Music and Education

“Sisurvetti pasurvetti, vetti gana rasam phanihi” says the sanskrit sloka. Yes… Music is enjoyed by children, animals and even snakes.

Recently we have seen how kolaveri song became a viral hit… crossing language barriers. Probably the tune now has the maximum number of parodies in almost all Indian languages. Yes… Music has no language and cultural barriers.

Different people may like different genres… but what is it, that makes music so unique and appealing to all?

Music is appealing because it is a language of the heart. Great compositions are born when the composers were in a highly relaxed and peaceful state. It is the stage when the right brain is at its peak. When the right brain is active and at its creative peak, the left brain just submits itself to the right brain and great compositions happen. The composers just BE…

Any great composition is governed by a systematic rhythm, rules and regulations. All songs belonging to a raga will follow a set pattern with respect to the Sruti, Swaras and Talas (beats). All this involve application of higher mathematics. There is also a lot of imagination involved for the elaboration of ragalapana to bring out the right bhava. So Music is a science in itself, which has a lot of right and left brain activity in a balanced way.

In a music school, I have seen small children who are amphidextrous. These children can not only use both hands for applying tala while singing, but also apply different talas with the right and left hands at the same time. This music experts claim, is not because they are child prodigies… it is because music is able to bring out the inherent capacity of the mental capabilities that is present in all. These children become prodigies by utilising the capacity of the brain to a greater extent than others. Limitations are to the left brain because of its logical thinking. Right brain has no limitation… they can make fish fly, creat a great friendship embedded within enmity between cat and rat (Tom & Jerry).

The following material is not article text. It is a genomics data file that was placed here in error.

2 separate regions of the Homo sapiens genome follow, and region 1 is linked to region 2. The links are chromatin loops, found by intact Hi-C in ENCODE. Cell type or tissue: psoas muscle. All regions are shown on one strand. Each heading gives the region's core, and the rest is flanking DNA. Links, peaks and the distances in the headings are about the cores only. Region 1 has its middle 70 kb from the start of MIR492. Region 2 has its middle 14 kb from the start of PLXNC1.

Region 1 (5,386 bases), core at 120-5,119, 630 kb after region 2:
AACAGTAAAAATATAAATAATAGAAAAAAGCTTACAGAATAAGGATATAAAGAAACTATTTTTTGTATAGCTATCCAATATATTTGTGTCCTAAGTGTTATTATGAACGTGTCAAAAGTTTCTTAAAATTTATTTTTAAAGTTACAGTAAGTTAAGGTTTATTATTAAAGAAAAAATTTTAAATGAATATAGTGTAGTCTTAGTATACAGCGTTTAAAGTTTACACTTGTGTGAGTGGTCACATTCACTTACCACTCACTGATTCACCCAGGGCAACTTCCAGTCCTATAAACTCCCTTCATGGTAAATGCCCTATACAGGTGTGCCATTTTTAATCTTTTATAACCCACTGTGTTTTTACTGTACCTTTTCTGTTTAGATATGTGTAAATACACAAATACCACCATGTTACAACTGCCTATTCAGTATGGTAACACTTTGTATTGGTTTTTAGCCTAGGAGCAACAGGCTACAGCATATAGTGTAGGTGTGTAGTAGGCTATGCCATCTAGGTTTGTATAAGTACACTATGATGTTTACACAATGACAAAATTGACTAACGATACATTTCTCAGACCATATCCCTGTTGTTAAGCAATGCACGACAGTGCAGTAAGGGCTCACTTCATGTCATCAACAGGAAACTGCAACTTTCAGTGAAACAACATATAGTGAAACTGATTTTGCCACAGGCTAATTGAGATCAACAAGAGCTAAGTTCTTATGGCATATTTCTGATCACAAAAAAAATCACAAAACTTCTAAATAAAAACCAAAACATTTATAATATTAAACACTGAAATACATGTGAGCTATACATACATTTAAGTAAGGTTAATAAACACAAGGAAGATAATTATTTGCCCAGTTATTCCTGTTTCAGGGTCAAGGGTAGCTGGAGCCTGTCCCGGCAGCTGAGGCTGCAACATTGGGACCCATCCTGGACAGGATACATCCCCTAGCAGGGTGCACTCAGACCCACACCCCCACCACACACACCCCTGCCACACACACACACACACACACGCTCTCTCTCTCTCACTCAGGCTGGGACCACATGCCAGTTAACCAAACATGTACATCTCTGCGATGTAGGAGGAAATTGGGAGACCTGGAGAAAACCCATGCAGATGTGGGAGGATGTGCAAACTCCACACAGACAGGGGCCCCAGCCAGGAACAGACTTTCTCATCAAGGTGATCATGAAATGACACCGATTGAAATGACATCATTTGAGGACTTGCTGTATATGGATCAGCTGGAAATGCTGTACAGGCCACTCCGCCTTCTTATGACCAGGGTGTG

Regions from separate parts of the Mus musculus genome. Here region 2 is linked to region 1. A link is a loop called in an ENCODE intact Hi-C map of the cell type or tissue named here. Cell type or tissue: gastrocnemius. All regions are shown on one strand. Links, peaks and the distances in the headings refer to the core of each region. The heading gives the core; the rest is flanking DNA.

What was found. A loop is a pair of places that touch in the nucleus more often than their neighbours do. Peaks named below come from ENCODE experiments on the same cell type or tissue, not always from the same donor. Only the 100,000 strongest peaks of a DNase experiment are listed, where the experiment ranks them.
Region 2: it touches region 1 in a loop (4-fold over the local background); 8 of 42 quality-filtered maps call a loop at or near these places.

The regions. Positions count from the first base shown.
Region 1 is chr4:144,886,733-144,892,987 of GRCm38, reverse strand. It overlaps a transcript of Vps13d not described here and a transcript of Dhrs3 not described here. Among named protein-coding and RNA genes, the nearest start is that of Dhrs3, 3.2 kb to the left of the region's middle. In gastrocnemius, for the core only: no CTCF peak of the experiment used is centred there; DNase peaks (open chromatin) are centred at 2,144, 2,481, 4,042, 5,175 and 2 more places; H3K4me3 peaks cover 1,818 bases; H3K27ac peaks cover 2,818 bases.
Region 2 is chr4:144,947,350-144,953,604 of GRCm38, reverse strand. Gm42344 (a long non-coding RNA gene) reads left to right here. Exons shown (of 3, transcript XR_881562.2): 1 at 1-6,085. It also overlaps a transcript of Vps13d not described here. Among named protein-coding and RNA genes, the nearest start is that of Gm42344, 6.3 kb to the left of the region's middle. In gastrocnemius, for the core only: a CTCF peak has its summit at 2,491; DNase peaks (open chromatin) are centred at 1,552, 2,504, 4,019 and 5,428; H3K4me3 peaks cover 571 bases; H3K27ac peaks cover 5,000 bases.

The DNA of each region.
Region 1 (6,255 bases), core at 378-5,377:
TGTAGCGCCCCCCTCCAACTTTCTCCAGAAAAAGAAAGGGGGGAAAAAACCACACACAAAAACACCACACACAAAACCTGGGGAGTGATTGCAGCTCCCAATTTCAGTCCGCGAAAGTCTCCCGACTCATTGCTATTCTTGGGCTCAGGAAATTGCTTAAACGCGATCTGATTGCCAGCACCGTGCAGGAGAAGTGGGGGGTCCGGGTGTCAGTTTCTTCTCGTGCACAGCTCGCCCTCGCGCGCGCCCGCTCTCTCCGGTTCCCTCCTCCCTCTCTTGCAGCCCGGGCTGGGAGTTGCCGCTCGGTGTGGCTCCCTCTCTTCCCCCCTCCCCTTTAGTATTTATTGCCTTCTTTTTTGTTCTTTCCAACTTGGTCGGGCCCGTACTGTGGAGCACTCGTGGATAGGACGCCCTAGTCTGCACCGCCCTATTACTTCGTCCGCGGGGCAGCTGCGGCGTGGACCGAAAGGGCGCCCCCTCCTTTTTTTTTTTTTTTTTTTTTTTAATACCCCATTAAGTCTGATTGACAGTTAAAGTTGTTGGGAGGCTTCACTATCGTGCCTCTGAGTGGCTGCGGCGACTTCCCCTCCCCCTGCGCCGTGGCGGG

As a child the right brain is very active and we see children dream of many impossible things. In the process of education, we encourage more of left brain activity and slowly make the right brain dull or inactive, thus reducing the capacity utilisation of the brain. Music is one element, when properly learnt can help keep both the right and left brain active even in an adult.

Apart from this music has other benefits…

Different letters produce different sounds from different parts of the body… starting from the depth of the abdomen to the lips. Proper pronunciation and rendering of music will activate different organs and centres of the body. Thus different ragas will act on different parts of the body and activate corresponding moods and emotions. Compositions in bhoopala ragam, a morning raga are generally soothing and appealing to the calm mind like the warmth of a rising sun.

In addition, different ragas are rendered from different levels (abdomen, chest, throat, etc.,) in the body, is a sort of pranayama in itself. Vocalists particularly appreciate the fact that practicing pranayama systematically helps them perform better in rendering various ragas at ease.

Another advantage of learning music early is enhancing memory power. Have you observed how an expert drummer, a violinist, veena player, etc., move their arms and fingers across the instrument(s) with ease – not even having to look at the notes.

The creative element of an artists’ brain (right) just absorbs the skills… while our logic and reason seeking left brain is awestruck and at the same time wondering about the logic seeking out the reason behind the seemingly impossible feat…

As I have done in this blog we may keep reasoning (a left brain activity) out the logic and benefits of learning music at a young age  or simply accept the fact and expose our children to music at an early stage. Schools may take the initiative and make learning music in a systematic and structured manner, compulsory in their schools or alternately PTAs may take the lead in introducing it in their schools.

Let’s add RHYTHM to Our and Our Children’s Life…

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